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St. Oswald of Worcester: A 'Leapling' Saint for Lent

BY ANGELO STAGNARO

| Posted 2/29/12 at 3:04 AM

 

Catholics can celebrate “leap day” as a uniquely Catholic holiday because of a saint — Oswald — and the fact that the idea of a leap year is a Catholic one.

The pagan Julian calendar, named after Julius Caesar, began in 45 B.C., and from its start, it was out of sync with the progression of the stars and seasons. So a new calendar with a leap day was proposed.

In 1582, Pope Gregory XIII mandated a reform to the calendar — after the Church’s astronomers determined that one year was actually 365.2425 days. He also amended the rule for determining a leap year by defining it as a year that was divisible by 100 as long as it was also divisible by 400. Thus, 2012 is a leap year, as was 2000, but 1900 wasn’t because it’s not evenly divisible by 400.

Thus, the Gregorian calendar repeats itself every 400 years.

Catholic countries followed the Pope’s lead and adopted the new calendar. However, the British Empire, and others in conflict with the Holy See, didn’t use the new calendar until 1752.

In the United Kingdom, a person born on Feb. 29 is referred to as a “leapling” or a “leap-year baby.” Consequently, St. Oswald is the Church’s saintly “leapling” because he was born into eternal life on that day.

Oswald, the archbishop of York, died on Feb. 29, 992.

He was born in Denmark but was raised in Britain by his uncle Odo, archbishop of Canterbury. Desiring a stricter ascetic life, he entered the Benedictine Monastery of Fleury. Odo had been a monk in the same monastery. He worked toward Church reform.

In 962, with St. Dunstan’s help, he became bishop of Worcester, where he continued his work to reform the Church by purging it of many clerical abuses. He was instrumental in bringing religious communities such as the Benedictines into many parishes and other diocesan positions and re-established Ripon as a diocese. King Edgar supported this move by handing over administrative decisions for the monasteries of St. Albans, Ely and Benfleet to Oswald for reform.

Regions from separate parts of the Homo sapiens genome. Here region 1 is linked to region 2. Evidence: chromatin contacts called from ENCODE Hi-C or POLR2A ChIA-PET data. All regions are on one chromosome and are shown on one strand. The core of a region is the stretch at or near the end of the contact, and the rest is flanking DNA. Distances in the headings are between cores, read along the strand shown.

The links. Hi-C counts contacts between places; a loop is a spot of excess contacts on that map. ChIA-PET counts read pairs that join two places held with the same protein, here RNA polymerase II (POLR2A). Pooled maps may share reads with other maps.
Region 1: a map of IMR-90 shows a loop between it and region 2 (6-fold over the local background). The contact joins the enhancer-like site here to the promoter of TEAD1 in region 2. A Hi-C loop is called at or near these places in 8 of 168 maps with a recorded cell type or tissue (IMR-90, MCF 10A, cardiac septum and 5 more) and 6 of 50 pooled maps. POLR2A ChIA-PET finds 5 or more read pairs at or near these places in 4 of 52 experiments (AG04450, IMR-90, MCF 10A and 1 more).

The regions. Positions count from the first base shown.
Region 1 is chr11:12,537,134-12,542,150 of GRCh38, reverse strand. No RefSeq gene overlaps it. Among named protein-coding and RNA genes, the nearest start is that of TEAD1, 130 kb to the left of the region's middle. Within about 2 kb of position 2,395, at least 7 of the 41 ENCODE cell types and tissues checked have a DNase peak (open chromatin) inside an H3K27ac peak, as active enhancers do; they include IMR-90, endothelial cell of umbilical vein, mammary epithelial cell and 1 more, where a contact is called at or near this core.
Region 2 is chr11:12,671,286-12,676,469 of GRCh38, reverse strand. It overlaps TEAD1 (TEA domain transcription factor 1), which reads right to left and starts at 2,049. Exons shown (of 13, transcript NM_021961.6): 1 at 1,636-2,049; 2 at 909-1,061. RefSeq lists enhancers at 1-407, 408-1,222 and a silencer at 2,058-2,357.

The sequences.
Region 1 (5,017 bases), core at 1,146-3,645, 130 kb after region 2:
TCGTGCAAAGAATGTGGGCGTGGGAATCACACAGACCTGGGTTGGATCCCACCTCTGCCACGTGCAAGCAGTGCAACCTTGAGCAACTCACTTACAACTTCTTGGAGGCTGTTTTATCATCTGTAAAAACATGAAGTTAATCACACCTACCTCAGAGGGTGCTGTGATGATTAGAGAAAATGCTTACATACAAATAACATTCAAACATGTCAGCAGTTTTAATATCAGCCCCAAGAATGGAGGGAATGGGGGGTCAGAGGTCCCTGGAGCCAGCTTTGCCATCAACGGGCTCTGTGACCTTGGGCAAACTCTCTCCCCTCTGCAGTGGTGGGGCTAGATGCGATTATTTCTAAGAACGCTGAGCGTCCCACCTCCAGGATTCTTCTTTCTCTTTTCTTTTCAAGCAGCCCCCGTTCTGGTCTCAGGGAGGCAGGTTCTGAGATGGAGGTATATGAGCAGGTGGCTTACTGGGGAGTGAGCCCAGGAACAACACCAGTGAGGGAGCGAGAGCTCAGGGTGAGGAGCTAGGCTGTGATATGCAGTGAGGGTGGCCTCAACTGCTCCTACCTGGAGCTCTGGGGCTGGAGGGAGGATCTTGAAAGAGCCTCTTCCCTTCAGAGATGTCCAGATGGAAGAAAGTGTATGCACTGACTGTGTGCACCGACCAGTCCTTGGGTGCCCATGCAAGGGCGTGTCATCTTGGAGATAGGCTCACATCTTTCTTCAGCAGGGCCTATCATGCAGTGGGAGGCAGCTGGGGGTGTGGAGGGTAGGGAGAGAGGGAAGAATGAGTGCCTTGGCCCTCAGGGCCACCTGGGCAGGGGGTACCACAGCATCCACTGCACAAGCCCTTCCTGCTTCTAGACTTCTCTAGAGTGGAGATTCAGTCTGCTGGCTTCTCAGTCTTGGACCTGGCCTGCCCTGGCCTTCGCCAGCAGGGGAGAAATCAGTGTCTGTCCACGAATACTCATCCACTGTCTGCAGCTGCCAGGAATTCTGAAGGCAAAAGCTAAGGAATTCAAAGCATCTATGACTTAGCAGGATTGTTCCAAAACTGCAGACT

Oswald’s most famous founding was at Ramsey in Huntingdonshire, whose church was dedicated in 974.

In 972, Pope John XIII, St. Dunstan and King Edgar appointed Oswald as archbishop of York. The Pope allowed him to retain jurisdiction over the Diocese of Worcester, where he often resided in order to implement his monastic reforms.

Though it seems Oswald was heavy-handed in his reforms, he strictly refrained from violent measures, relying instead upon prayer, fasting, dialogue and fatherly admonitions. He promoted learning amongst the clergy in his diocese and invited many scholars, including mathematicians and astronomers from Fleury, to instruct and preach in England.

Unfortunately, King Edgar’s death in 975 saw the dismantling of a great deal of Oswald’s reforms, mostly at the hands of Elfhere, king of Mercia, who broke up many communities that Oswald had labored to create.

The holy man died while washing the feet of the 12 poor men near his monastery, as was his daily custom during Lent. He was so well loved that news of his death was met with city-wide mourning. His relics are reserved in the priory Church of St. Mary in Worcester, which he helped build.

Happy St. Oswald Day!

Register correspondent Angelo Stagnaro writes from New York City.